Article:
British domestic tourism leads to housing crisis, high prices and nuisance
Cornwall’s beautiful coastlines, rugged cliffs and picture-postcard villages attract millions of visitors from around the world every year. But this summer it’s mainly the British themselves who are lounging on Cornwall’s famous beaches.
Four in five English have opted for a this summer staycation – a holiday in your own country – instead of popular holiday destinations such as Spain and France. Due to the delta variant of the coronavirus, travel restrictions and expensive PCR tests, an overseas holiday has fallen into the water for many Britons this year.
But the large numbers of holidaymakers in their own country bring with them the necessary problems. In popular areas like Cornwall and Devon, increased demand for holiday homes and second homes has brought an already simmering housing crisis to a boil. In some places, 80 percent of the homes have now been bought as holiday homes or rental locations.
“There is now such a demand for holiday homes that local residents are more or less forced out of their homes,” says Monique Collins of Newquay in Cornwall. She has a foundation that helps people with a low income to find a home. She now receives about four calls a day from people who are put on the street. “They are being evicted because the landlord wants to list the property on Airbnb or sell it for insane prices,” she explains. “People who come from here are now in tents or mobile homes, they have nowhere to go.”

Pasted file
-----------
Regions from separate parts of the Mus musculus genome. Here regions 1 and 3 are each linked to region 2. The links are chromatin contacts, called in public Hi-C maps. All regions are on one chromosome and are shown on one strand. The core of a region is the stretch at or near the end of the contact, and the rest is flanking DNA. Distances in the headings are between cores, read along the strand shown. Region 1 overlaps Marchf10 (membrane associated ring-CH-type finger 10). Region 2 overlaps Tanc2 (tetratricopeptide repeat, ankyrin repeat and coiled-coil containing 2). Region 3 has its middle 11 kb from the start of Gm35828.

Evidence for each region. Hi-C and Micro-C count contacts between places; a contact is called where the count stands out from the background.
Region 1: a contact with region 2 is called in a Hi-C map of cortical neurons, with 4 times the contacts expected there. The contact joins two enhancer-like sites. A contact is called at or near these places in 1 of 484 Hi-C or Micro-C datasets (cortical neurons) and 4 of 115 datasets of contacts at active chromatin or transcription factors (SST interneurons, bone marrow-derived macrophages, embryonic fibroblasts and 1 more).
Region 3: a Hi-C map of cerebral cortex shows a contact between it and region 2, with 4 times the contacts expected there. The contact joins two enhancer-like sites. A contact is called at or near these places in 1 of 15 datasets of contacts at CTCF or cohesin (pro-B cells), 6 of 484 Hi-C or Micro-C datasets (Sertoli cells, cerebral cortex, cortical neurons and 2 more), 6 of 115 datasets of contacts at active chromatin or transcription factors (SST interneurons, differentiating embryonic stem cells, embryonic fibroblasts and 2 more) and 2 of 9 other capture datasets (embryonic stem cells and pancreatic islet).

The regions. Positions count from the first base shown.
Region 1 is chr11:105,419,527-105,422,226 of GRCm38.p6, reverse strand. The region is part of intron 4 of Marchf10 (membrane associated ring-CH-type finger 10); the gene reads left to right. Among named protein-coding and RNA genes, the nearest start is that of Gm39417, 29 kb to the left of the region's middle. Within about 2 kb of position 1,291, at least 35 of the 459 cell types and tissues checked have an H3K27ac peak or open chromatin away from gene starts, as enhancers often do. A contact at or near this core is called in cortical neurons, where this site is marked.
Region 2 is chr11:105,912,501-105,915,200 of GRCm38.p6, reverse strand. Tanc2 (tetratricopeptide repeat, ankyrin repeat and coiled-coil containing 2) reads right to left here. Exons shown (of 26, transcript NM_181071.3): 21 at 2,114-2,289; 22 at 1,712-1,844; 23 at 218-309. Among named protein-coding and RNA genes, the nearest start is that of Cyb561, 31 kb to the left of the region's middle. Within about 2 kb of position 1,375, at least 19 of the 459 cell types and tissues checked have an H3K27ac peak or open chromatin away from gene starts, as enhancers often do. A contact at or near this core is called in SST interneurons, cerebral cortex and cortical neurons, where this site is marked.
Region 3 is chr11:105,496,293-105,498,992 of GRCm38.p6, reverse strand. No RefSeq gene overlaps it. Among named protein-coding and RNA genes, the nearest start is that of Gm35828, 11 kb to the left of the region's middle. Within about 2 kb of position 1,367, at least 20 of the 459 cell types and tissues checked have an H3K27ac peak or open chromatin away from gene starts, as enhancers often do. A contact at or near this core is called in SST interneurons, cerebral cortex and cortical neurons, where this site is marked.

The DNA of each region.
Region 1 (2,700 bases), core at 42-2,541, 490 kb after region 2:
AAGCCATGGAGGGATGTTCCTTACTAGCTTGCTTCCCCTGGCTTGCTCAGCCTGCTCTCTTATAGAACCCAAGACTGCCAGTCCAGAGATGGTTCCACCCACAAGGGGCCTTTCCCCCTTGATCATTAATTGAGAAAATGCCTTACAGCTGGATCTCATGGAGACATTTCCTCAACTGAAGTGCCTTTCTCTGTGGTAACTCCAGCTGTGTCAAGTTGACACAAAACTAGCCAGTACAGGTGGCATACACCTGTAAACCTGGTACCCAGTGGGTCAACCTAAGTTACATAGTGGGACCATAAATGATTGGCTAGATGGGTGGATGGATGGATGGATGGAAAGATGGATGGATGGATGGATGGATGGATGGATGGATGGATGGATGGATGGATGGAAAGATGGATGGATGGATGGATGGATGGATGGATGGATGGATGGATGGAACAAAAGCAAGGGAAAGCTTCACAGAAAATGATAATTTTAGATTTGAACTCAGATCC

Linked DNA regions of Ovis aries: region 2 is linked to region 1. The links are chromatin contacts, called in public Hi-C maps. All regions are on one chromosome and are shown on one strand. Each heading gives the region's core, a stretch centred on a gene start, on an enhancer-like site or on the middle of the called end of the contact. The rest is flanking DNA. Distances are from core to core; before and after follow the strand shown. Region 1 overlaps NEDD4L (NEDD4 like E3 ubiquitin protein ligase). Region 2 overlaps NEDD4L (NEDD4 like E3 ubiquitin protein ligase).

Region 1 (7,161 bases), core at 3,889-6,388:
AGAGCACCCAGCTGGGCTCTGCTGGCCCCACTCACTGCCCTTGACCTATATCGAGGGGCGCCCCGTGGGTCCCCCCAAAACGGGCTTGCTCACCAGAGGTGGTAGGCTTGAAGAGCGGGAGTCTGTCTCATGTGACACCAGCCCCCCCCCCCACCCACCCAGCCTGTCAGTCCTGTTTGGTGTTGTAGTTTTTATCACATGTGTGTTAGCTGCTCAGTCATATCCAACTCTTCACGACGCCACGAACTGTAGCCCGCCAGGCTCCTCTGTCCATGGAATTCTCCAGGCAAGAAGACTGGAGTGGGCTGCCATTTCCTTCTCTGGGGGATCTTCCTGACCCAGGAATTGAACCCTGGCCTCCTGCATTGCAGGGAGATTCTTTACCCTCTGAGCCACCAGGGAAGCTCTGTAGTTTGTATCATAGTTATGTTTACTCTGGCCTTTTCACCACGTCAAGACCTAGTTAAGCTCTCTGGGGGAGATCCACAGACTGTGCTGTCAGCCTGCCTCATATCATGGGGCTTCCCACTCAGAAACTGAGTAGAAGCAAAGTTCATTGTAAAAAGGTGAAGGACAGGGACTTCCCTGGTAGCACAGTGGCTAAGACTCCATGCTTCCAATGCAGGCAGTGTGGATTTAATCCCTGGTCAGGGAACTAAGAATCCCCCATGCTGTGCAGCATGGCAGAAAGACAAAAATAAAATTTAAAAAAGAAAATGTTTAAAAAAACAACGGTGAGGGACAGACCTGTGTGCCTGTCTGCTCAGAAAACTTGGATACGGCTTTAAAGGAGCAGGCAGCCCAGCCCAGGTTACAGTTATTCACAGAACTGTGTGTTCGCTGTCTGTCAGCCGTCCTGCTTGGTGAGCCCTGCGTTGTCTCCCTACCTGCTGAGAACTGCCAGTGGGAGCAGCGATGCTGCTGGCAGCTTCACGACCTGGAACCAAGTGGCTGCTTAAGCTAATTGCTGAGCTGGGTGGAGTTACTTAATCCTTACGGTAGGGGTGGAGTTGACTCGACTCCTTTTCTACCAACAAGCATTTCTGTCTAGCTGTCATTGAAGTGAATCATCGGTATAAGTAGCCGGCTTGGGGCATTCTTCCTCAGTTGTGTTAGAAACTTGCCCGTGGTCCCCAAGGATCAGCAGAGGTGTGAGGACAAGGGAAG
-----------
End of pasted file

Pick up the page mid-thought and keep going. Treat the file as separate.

‘No more house to be found’
It happened to Scott Midgley, who works at four-star The Headland hotel on the Newquay coast. His landlord gave him a month to leave. “Fortunately, the hotel where I work offered me a temporary room, otherwise I would have ended up on the street,” he says. “For people with a catering salary, like me, there is no longer a house to be found. And if you can find one, with these high rents it is choosing between paying your rent or being able to do your shopping.”
The situation is getting dangerous, according to the South Hams council in Devon. “We still call it a housing crisis, but if it continues it will be an emergency,” said City Council member Judy Pearce. “There are no more houses for people who work here in the hospital, in education, or for example for the local rescue team. While these people are essential to our community.”
Pearce believes there should be more regulation at the national level to reduce the growing number of holiday homes and second homes. “Housing was already expensive here, but the pandemic has pushed the price up to such an extent that it has become unaffordable.”
Sheep chased off cliff
Domestic tourism causes problems not only on the housing market, local farmers are also affected by the large numbers of visitors. “People walk through your fields and leave gates open and my cattle run away. They have no respect for the countryside,” says sheep farmer Richard Rossiter of Salcombe in Devon.